I was born for a storm, and a calm does not suit me.
"Treat the earth well: it was not given to you by your parents, it was loaned to you by your children. We do not inherit the Earth from our ancestors, we borrow it from our children." — Ancient Indian Proverb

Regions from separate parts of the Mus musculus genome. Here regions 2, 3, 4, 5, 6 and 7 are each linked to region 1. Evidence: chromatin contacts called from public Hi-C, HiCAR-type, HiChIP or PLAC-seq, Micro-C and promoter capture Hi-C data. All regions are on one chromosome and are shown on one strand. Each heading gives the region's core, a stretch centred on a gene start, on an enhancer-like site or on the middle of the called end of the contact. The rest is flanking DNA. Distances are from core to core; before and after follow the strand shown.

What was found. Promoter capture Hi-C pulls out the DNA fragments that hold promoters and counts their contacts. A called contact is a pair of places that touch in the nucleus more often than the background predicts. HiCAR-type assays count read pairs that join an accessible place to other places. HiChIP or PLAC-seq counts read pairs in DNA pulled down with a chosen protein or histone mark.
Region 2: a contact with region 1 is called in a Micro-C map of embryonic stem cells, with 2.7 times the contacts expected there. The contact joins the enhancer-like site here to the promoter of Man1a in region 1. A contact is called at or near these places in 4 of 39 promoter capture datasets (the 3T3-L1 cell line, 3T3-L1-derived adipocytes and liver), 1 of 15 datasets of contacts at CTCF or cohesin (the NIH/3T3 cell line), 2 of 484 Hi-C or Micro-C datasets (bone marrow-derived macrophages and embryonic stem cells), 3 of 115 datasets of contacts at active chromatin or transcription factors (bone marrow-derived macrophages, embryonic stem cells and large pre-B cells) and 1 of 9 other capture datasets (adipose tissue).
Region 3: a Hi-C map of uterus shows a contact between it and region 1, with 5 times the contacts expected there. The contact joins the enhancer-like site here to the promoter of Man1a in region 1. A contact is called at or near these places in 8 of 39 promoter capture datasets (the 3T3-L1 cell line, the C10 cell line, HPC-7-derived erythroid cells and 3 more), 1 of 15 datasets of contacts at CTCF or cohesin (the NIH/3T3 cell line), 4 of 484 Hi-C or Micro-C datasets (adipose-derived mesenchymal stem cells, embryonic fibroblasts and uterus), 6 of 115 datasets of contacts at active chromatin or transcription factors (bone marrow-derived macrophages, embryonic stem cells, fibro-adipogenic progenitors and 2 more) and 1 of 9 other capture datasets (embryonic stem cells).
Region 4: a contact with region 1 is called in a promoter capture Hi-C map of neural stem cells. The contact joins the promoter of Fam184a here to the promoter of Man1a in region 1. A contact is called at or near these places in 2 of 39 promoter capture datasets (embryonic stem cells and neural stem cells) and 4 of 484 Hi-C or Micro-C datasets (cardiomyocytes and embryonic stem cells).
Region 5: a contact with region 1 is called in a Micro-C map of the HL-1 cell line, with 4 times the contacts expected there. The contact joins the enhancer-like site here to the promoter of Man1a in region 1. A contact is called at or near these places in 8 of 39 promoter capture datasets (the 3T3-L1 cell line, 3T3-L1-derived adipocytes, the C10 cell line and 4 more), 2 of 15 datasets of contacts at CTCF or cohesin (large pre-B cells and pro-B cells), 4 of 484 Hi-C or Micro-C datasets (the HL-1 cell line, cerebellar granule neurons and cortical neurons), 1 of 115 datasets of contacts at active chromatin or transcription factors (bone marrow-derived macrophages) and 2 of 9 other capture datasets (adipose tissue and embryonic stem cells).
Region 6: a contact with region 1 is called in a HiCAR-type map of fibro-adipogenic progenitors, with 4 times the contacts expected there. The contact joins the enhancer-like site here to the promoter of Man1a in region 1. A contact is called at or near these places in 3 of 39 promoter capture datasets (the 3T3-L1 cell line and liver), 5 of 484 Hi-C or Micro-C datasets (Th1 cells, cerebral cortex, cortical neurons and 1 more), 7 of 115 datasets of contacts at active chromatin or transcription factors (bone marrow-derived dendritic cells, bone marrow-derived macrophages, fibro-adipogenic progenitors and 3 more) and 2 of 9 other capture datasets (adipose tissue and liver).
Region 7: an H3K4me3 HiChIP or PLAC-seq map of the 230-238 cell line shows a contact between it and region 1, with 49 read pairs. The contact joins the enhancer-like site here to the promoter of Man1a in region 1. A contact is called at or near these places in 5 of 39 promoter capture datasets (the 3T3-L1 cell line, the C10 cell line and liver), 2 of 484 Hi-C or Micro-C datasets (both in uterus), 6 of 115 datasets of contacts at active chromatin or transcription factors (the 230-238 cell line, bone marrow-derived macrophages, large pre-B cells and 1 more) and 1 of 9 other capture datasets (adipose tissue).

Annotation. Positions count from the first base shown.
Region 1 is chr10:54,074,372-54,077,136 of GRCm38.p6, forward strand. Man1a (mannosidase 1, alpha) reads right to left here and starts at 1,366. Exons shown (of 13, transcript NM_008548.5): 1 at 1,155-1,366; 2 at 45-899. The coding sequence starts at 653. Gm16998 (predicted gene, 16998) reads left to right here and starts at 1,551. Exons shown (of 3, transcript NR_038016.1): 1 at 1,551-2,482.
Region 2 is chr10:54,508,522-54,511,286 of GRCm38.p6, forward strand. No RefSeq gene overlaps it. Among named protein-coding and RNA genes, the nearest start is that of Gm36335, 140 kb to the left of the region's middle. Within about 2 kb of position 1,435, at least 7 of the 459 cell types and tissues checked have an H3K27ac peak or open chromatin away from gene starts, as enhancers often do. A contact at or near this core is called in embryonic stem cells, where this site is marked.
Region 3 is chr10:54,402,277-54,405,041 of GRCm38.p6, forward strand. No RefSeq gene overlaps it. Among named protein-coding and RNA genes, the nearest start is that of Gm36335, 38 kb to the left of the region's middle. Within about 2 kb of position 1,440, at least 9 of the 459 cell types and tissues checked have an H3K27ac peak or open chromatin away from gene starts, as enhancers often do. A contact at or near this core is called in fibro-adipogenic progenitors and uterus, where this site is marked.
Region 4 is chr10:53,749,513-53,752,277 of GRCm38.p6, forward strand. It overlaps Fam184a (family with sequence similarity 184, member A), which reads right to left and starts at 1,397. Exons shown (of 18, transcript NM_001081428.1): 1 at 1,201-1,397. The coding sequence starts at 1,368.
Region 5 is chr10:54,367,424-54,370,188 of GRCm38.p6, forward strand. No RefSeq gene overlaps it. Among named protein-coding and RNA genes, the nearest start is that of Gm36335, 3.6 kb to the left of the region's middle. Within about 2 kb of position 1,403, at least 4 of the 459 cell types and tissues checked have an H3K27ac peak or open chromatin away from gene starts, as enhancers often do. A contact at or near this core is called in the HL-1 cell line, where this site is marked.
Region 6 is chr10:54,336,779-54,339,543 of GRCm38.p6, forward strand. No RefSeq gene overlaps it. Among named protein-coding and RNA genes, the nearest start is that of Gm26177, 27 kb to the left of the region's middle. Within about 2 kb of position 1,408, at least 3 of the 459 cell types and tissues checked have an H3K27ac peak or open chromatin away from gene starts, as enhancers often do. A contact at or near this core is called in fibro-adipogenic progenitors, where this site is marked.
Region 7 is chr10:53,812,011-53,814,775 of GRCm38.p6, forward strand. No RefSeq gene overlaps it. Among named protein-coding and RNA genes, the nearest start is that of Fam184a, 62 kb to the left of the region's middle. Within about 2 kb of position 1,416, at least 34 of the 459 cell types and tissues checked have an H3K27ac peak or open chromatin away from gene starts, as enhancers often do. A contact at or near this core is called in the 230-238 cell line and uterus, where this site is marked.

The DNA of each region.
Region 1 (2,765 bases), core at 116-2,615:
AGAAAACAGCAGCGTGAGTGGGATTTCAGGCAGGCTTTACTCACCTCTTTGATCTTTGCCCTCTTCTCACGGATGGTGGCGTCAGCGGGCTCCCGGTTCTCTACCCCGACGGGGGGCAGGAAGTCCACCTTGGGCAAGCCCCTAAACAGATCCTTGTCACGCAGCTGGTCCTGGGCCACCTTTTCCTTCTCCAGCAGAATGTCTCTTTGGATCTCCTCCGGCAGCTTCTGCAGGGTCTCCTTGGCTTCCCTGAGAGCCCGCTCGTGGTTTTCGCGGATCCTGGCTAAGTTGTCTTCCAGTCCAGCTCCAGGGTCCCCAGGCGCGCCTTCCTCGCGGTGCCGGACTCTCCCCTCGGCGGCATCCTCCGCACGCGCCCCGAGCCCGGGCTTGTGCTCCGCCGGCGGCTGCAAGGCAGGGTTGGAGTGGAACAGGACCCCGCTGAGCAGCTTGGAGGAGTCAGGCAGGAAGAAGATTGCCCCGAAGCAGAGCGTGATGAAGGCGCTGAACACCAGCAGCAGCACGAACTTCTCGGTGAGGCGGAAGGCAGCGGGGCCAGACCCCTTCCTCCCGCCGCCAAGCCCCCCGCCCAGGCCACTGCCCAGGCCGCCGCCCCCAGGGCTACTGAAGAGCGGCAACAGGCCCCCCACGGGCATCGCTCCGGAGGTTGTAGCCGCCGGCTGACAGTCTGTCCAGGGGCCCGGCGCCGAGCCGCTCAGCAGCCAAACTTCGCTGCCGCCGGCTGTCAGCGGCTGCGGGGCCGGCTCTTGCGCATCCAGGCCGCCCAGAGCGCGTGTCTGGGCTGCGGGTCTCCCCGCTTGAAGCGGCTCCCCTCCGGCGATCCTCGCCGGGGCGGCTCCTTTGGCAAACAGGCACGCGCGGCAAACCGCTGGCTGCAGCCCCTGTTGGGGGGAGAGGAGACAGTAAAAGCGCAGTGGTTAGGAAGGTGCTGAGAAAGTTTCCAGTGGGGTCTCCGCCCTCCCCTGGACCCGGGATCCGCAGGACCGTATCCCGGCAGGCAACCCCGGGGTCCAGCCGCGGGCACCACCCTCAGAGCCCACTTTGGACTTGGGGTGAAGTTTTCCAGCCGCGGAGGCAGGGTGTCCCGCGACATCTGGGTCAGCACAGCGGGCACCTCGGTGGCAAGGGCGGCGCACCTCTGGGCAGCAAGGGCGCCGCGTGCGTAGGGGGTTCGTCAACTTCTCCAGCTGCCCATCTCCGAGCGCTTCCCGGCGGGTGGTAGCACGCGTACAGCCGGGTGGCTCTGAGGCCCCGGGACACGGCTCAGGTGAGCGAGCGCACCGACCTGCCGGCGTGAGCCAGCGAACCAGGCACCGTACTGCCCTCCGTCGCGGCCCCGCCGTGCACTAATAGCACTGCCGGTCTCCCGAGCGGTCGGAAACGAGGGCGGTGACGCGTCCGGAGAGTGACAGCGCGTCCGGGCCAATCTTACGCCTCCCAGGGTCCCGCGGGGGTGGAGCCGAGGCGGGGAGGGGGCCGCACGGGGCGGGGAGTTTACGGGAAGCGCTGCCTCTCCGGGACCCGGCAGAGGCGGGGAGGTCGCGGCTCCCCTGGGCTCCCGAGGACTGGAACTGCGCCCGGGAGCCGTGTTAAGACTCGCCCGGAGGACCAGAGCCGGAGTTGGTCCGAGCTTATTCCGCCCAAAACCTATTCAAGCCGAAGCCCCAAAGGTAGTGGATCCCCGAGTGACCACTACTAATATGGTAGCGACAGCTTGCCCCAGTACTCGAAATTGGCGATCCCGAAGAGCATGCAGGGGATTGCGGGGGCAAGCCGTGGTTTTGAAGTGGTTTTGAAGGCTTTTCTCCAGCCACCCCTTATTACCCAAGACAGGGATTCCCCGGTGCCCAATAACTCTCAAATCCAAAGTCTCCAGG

Before they had significant contact with Europeans, Indian nations had their own religions, ceremonies, and creation teachings about how the world was formed and what places were sacred. The northeastern nations, for example, have a story about Sky Woman, who lived in heaven and fell to the ocean. With the help of many animals who dove to the bottom of the ocean to bring up a piece of earth, Sky Woman transformed a handful of earth into Turtle Island, or what we know as the North American continent. Many Indian nations believed the land they lived on was given to them as a gift from the Creator and was much more than real estate to be bought, sold, or traded. The Creator did not give ownership in a European sense to the Indian people but held them responsible for preserving the land and the environment. Indian communities also believed the places where spiritual events occurred (where they received the gift of fire or where human beings emerged, for example) were sacred, and they performed ceremonies there. Unless they were under extreme economic duress or political pressure, Indian people were reluctant to give up their sacred land. The land of an Indian nation, in many ways, was like the Holy Land for Christians and Jews.